Instead, Kaine was merely the campaign's attack dog. An old-style political role for VP candidates not seen much since Spiro Agnew did it for [Richard] Nixon [the Republican ticket in 1968]. And Kaine was not even "real" about it. His mean-spirited vitriol was transparently the product of hours of focus group testing. That same inauthenticity glared in Kaine's defense of his politically opportune abandonment of past support for the Hyde Amendment [legislation passed in 1976 that prohibits spending federal funds on abortions]. He mouthed the campaign's focus group-tested words, that religion (however wonderful in private life) ought not have a role in forming public laws and policies.

Only a few years ago, I was moved by a compassionate Tim Kaine who spoke eloquently and powerfully about how his religious faith and Jesuit spirituality informed his work as a legislator. It's that old Tim Kaine whom I would wholeheartedly support for vice president -- not this imposter.

Cathleen Kaveny, Darald and Juliet Libby Professor of Law and of Theology at Boston College: 

I think both of these men are eyeing 2020 -- striving to seem presidential themselves while loyal to the top of the ticket. Foreign policy got a lot more attention than I would have expected.

And social/cultural issues were literally an afterthought. They came up only in the last 10 minutes of the debate. And the way they came up suggests that this latest round of the culture wars is over. Same-sex marriage and RFRA [Religious Freedom Restoration Act] didn't make any real appearance on either side. No one wanted to talk about them.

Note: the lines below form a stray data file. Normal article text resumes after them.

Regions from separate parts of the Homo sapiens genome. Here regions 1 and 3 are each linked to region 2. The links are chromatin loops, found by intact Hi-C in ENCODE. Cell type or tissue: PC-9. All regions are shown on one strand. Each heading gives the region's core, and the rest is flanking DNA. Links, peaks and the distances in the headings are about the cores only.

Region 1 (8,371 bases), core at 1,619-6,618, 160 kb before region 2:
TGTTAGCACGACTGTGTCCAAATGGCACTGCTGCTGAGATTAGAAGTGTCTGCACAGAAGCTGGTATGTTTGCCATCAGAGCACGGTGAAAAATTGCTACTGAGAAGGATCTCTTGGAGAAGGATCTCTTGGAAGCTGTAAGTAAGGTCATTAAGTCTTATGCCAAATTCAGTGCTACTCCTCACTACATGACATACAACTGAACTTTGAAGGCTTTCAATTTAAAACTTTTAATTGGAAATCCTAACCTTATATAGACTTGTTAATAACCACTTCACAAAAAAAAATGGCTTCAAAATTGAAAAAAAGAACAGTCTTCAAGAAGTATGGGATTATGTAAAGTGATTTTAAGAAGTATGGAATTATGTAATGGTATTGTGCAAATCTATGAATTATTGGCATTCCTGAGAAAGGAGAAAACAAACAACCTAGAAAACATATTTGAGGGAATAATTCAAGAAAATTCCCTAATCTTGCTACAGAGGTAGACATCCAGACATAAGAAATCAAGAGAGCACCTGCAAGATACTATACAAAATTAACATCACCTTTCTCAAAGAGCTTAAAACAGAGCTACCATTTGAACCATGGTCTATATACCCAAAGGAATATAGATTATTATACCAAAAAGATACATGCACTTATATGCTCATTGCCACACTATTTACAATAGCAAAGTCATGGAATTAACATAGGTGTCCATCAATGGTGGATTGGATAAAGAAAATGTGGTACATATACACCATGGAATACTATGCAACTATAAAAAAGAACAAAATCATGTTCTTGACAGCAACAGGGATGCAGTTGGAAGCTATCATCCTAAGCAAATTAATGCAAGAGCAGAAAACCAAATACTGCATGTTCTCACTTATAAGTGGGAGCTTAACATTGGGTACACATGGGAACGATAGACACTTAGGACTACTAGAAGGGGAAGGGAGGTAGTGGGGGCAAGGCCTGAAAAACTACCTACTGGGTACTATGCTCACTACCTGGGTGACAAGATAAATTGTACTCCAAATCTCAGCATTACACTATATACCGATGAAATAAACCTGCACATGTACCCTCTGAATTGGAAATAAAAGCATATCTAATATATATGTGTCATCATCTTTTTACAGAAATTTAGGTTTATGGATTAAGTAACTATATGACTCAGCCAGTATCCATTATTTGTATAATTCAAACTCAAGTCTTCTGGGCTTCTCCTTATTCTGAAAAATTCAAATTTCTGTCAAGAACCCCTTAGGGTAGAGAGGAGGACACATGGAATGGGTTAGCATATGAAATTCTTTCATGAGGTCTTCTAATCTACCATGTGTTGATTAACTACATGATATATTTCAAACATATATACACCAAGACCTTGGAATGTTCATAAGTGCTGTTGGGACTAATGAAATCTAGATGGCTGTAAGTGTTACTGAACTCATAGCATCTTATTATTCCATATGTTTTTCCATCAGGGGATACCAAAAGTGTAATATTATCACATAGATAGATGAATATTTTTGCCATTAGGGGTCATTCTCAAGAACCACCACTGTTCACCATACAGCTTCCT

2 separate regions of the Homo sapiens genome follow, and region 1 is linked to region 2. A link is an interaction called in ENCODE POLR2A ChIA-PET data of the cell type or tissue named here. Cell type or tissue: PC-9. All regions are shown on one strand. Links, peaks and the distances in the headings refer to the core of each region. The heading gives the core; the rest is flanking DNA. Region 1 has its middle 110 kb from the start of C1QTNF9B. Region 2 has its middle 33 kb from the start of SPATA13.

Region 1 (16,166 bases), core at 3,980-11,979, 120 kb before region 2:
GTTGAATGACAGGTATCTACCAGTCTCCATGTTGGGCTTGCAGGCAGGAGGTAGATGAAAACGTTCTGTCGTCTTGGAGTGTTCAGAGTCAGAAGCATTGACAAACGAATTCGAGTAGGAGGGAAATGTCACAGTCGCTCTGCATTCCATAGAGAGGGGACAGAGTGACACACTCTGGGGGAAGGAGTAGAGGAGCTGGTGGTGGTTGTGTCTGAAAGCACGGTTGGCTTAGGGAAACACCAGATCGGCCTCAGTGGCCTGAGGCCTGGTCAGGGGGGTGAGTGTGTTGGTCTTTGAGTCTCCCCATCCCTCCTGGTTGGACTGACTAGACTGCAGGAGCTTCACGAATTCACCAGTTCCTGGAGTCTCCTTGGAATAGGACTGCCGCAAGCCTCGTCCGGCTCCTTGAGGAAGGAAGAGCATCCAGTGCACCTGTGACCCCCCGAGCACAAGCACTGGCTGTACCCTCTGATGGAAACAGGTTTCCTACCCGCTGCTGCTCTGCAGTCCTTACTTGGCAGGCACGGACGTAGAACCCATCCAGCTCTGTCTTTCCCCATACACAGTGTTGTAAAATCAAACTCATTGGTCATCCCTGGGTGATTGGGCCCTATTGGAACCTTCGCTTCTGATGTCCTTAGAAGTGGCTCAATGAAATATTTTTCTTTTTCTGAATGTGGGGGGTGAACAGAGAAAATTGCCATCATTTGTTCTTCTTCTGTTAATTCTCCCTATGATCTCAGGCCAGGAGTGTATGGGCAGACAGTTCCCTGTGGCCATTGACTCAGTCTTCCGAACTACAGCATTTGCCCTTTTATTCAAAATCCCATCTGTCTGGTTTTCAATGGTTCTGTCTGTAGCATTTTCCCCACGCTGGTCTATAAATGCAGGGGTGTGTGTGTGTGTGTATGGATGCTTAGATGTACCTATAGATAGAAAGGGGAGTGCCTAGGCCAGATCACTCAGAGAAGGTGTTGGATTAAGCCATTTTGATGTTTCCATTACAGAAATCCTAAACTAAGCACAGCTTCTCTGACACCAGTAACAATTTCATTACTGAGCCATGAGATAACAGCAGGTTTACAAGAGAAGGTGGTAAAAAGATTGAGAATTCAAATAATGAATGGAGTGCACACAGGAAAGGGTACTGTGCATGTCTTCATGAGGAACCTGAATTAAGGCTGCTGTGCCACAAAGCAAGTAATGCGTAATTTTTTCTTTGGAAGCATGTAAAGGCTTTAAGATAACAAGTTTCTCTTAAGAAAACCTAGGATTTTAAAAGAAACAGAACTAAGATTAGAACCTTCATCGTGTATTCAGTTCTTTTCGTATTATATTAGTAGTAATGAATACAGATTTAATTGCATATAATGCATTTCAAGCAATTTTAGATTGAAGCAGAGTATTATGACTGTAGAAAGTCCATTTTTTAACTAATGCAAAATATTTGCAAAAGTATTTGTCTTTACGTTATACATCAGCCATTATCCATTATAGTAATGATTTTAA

What was absent from both sides was the old idea that there is an objective morality independent of religion that governs how to treat questions of moral and political import -- what Catholics often call natural law. Both Kaine and Pence seemed to assume that religious belief infused moral views on abortion -- and other issues such as the death penalty -- on all sides of the debate.

Kaine framed the issue as how to govern in a religiously pluralistic society -- and what his oath of office to uphold the law meant -- including upholding the death penalty. This was calculated to resonate with conservative voters who want judges to uphold the law not make it. I wanted to ask Kaine whether there was a law over which he would resign rather than enforce.

Pence tread more lightly, deploying vague culture of life language. But he tread more lightly than I expected. I wanted to press him on what he learned from the disastrous Indiana RFRA incident. What do we owe fellow citizens who don't read the Bible the same way we do -- or who don't read it at all? But it is clear -- The Nones are making their presence felt -- even in the Republican Party.

Score: Kaine won on substance and Pence on style.  And the country won because neither is Sarah Palin. And Pence isn't Donald Trump -- thank God.

Richard Garnett, University of Notre Dame School of Law:

First, and as I've already said, Donald Trump is unfit to be president.

Second, obviously, as a matter of 'debating,' Mike Pence crushed Tim Kaine in the debate. No one who says otherwise can possibly be taken seriously.

Third, tonight's debate confirmed that Hillary Clinton is an extremely weak candidate, and that any normal Republican nominee could win this election.